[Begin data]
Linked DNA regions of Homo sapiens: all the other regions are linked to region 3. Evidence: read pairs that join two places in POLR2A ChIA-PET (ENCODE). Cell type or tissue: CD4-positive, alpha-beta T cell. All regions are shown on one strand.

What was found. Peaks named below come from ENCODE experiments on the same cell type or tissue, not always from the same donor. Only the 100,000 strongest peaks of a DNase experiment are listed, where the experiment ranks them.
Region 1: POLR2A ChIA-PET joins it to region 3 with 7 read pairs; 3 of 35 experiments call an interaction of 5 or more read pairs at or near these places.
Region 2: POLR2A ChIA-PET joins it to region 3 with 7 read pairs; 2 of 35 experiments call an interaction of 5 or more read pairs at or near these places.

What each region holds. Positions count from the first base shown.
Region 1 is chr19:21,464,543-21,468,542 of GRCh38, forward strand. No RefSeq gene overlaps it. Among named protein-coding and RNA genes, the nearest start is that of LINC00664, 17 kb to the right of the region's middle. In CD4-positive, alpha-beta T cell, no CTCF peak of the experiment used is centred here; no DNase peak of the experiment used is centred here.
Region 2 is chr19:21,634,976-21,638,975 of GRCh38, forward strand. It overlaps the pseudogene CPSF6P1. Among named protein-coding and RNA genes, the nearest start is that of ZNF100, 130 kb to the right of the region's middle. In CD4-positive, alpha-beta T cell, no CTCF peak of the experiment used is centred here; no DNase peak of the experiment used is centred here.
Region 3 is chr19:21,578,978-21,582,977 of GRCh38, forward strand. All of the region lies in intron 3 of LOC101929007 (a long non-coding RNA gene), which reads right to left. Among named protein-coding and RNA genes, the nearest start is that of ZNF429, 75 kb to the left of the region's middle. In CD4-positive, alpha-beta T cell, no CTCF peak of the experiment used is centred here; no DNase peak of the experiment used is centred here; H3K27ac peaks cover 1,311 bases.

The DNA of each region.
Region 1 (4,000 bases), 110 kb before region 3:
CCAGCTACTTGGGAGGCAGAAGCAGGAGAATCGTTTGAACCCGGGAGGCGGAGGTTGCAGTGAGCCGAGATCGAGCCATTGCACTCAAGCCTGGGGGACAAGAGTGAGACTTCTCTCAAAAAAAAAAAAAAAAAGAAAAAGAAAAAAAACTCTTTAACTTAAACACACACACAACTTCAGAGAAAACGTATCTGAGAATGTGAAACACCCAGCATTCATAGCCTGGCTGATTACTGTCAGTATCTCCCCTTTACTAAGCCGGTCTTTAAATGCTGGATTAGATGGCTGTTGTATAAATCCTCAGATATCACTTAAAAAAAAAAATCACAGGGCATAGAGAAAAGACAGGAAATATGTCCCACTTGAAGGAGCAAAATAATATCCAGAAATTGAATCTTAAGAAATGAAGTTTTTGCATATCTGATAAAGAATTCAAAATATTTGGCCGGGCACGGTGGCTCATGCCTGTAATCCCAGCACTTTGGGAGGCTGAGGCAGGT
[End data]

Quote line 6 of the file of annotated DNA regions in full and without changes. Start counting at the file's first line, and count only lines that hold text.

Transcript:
Region 1 is chr19:21,464,543-21,468,542 of GRCh38, forward strand. No RefSeq gene overlaps it. Among named protein-coding and RNA genes, the nearest start is that of LINC00664, 17 kb to the right of the region's middle. In CD4-positive, alpha-beta T cell, no CTCF peak of the experiment used is centred here; no DNase peak of the experiment used is centred here.